The question asks which metal is most suitable for use in aircraft bodies. When making an aircraft body, a manufacturer would want to make it lightweight and relatively strong. These two factors of strength and density are arguably the two most important factors when making an aircraft body. Of the five given metals — a, b, c, d, and e — the one with the lowest density also has a moderate strength. These properties or characteristics would be useful for use in aircraft bodies. Metals a, b, c, and e have high, very high, or moderate density. They would not be suitable to make an aircraft body from because the body would not be lightweight. So the metal most suitable for use in aircraft bodies is metal d. Also, metal d is highly malleable and corrosion resistant. It can be molded into an aircraft body shape easily and would have a long lifespan.

(b) Which metal is most suitable for use in mass-produced gates and railings? And the answer options are the same as before.

When mass-producing a product, cost is often an important factor. In most cases but not always, a company will plan to produce a product at low cost but sell many units and thus make a good profit overall. When making gates and railings whose purpose is for security, strength is the most important factor, so strength and cost are arguably the most important considerations when mass-producing gates and railings. The most suitable metals from those in the table with a high strength and a low cost are metals a and b. Both could be suitable to make gates and railings.

To decide between the two, we’d need to know the relative cost of each, but we don’t have this information. b has a high strength, although not as high as a, and also has a high malleability. This means metal b will be easier to press into shape. This is particularly important if the gates and railings are made from flat panels pressed and cut into shape, making metal b cost less overall to make, compared to metal a which is less malleable. So the metal most suitable for mass-produced gates and railings is metal b.

Part (c) which metal is most suitable for use in hip replacements? And the answer options are the same as before.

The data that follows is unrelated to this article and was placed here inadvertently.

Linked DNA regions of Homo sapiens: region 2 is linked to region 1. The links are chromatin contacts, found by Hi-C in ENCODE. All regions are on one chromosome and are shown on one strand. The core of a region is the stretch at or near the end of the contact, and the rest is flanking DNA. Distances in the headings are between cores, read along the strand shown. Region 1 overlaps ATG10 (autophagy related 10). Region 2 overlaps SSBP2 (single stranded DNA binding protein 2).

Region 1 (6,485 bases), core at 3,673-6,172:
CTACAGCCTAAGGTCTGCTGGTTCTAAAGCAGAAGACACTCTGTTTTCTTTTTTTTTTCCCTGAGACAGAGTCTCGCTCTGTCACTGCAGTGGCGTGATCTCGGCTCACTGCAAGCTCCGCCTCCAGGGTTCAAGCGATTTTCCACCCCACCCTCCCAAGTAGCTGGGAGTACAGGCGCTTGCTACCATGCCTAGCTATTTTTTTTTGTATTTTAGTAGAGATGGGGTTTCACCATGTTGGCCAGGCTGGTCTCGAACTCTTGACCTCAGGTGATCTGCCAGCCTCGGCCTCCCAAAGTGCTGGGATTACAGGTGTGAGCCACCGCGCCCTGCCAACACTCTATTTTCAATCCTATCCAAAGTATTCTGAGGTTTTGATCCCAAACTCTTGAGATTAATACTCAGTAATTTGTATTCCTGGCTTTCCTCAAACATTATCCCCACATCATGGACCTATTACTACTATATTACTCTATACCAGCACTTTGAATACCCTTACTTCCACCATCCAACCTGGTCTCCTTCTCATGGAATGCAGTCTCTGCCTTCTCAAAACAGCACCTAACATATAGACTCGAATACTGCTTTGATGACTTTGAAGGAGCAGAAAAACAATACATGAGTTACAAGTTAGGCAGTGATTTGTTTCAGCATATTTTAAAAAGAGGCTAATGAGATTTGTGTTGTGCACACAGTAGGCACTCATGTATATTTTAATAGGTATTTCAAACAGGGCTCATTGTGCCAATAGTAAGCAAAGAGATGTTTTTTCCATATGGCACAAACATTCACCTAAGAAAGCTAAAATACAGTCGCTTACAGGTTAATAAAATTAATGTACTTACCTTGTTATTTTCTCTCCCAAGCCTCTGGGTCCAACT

What properties would an artificial hip joint need to have? Well, strength would be important to carry the weight of the body as well as corrosion resistance because the new hip joint would be constantly surrounded by bodily fluids as well as dissolved oxygen. Malleability is an undesirable property for a hip joint replacement. We would not want the weight of the body to deform or alter the shape of the hip joint replacement. So we’re looking for a metal with a high strength, a high corrosion resistance, and a low malleability. It would be really great if the cost of hip replacement were low. However, this type of replacement only occurs maybe once in the lifetime of a person. And so a high cost is not really an influencing factor here.

Metals a, b, and e all display high or very high strength. However, we can rule out metals a and b because they have a low corrosion resistance, while metal e has a very high corrosion resistance and a very high strength. Added to that, it has a low malleability. And although the cost is high, the part would have a long lifespan. So the metal most suitable for use in hip replacements is metal e.

Let’s summarize what we’ve learnt in this video. We compared some commonly used metals. Specifically, we compared some of the more noticeable properties of copper, aluminum, iron, steel, tin, lead, silver, and gold and listed some of the main uses or applications. We noted that these metals are usually not used in their pure form but mostly in alloys. And we know that steel is an alloy. We made a general observation that each metal has its own unique specific properties and that these properties directly determine and influence the applications of these metals.

We saw that this flowchart can also work backwards. If we know a specific application or design brief for a part that needs to be manufactured and understand the properties that it needs to have, we can then determine which metals are suitable and which are unsuitable to make that part from. Some of the most important properties to consider when choosing a metal are its strength, malleability, corrosion resistance, and density. We also briefly mentioned that cost, although it is not a property, is an important factor which influences whether a metal is chosen for use in a specific application or not.